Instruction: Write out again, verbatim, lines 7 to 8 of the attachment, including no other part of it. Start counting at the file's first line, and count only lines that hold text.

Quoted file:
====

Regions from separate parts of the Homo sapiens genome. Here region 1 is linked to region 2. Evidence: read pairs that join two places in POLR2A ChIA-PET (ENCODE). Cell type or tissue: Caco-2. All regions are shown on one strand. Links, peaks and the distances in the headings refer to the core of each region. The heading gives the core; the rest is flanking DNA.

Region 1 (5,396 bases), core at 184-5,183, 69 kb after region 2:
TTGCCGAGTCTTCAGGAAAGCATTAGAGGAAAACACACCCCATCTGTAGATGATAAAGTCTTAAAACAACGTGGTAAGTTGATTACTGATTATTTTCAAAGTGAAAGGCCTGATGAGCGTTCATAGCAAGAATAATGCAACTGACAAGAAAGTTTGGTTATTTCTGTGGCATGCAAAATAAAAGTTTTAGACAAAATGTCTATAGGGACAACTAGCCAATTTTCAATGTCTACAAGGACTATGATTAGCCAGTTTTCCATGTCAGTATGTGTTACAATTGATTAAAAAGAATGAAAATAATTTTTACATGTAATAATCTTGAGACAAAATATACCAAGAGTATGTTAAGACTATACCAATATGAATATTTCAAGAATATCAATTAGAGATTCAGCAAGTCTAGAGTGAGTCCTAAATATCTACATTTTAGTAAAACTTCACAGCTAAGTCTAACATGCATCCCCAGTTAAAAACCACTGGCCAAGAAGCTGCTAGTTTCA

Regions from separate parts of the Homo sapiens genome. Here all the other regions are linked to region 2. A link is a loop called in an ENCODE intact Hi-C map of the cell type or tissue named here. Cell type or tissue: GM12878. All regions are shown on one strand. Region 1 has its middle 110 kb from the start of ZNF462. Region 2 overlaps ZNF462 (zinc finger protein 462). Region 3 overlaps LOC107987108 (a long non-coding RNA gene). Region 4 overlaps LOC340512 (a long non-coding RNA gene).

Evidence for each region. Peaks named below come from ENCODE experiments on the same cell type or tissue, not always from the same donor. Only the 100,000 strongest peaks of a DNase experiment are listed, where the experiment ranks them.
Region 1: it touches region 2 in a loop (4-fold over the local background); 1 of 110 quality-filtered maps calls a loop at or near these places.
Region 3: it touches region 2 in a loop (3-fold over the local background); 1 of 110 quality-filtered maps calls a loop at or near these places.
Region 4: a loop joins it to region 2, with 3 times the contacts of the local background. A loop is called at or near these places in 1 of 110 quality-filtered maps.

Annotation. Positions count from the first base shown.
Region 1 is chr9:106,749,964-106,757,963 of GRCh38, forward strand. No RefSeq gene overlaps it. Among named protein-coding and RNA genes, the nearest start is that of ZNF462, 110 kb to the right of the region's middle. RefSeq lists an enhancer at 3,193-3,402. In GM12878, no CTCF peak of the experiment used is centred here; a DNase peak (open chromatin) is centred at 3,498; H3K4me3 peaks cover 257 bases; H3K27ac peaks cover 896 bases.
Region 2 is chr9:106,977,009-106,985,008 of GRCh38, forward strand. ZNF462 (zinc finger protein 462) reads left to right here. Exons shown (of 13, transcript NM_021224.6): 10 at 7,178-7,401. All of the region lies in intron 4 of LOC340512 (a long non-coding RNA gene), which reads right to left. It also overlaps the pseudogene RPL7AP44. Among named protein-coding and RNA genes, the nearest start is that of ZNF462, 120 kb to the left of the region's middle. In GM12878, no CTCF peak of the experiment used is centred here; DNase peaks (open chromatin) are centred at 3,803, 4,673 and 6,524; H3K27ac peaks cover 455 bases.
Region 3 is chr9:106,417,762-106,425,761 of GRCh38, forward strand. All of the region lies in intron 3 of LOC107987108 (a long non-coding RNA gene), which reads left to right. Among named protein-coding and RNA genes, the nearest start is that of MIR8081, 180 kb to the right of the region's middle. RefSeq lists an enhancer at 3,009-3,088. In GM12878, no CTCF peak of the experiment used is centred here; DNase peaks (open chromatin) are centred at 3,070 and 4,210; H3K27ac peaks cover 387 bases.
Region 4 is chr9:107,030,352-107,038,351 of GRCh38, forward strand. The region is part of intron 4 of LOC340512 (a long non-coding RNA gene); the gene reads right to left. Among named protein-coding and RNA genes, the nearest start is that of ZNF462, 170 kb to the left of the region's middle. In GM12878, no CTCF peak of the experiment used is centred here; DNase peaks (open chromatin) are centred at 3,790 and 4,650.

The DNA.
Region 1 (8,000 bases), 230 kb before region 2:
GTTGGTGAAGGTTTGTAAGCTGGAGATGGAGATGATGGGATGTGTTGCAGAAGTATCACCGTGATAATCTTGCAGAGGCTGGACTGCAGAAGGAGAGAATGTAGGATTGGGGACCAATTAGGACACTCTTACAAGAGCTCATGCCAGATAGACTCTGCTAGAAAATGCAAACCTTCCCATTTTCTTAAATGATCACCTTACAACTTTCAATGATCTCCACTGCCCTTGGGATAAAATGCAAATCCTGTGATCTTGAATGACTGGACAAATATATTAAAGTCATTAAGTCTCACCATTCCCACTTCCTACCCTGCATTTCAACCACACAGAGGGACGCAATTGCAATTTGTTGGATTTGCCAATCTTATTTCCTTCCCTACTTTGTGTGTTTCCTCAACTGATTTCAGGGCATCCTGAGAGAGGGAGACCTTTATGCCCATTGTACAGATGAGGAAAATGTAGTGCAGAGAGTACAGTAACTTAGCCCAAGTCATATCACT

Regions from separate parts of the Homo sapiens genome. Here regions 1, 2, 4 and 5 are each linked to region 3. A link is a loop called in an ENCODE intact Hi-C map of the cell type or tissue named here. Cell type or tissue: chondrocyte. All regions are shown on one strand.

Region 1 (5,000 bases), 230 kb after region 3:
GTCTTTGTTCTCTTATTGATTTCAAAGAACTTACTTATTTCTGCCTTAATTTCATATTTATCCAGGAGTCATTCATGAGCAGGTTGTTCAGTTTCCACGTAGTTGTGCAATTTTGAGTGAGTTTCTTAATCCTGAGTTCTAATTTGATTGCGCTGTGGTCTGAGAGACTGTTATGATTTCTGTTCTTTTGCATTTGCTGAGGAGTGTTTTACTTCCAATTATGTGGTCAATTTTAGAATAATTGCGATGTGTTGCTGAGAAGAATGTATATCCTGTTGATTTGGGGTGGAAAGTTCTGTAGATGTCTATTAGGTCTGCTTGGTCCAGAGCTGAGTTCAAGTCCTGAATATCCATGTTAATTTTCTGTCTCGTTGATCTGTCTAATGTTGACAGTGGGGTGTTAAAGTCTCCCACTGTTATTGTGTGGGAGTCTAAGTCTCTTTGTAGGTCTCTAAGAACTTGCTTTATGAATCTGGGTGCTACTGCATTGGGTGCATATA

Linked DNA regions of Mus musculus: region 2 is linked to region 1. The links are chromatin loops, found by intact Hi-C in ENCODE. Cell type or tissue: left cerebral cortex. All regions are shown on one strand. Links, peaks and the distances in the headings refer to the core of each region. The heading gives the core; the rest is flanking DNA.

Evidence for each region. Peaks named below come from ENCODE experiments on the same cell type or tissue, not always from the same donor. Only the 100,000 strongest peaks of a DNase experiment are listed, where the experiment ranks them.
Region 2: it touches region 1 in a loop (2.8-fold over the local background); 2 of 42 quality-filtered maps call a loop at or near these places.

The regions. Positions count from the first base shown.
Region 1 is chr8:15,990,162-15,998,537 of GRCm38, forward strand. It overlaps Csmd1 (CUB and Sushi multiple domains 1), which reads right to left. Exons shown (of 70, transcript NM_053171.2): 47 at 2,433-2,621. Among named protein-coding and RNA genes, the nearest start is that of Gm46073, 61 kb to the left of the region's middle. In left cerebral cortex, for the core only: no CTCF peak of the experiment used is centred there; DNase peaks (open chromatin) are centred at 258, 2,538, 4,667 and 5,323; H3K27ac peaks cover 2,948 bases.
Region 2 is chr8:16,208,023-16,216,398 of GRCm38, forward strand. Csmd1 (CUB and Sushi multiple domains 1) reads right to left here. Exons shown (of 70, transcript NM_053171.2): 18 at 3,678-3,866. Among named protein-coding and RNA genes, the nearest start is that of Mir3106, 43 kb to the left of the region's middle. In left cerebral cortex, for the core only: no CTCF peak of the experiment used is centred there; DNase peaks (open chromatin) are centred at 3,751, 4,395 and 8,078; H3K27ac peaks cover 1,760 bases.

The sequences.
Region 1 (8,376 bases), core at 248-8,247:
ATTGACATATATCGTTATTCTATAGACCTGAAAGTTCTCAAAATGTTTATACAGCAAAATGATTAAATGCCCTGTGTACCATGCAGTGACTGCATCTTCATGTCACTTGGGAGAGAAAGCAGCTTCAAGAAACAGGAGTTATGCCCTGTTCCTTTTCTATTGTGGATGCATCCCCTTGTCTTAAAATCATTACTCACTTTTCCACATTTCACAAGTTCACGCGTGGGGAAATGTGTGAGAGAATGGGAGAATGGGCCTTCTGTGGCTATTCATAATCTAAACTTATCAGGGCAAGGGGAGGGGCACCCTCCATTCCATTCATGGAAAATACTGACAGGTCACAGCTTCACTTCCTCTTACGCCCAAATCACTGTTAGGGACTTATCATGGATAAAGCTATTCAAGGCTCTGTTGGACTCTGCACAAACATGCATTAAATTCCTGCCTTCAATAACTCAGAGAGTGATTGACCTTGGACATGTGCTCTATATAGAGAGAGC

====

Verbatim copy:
Region 3: it touches region 2 in a loop (3-fold over the local background); 1 of 110 quality-filtered maps calls a loop at or near these places.
Region 4: a loop joins it to region 2, with 3 times the contacts of the local background. A loop is called at or near these places in 1 of 110 quality-filtered maps.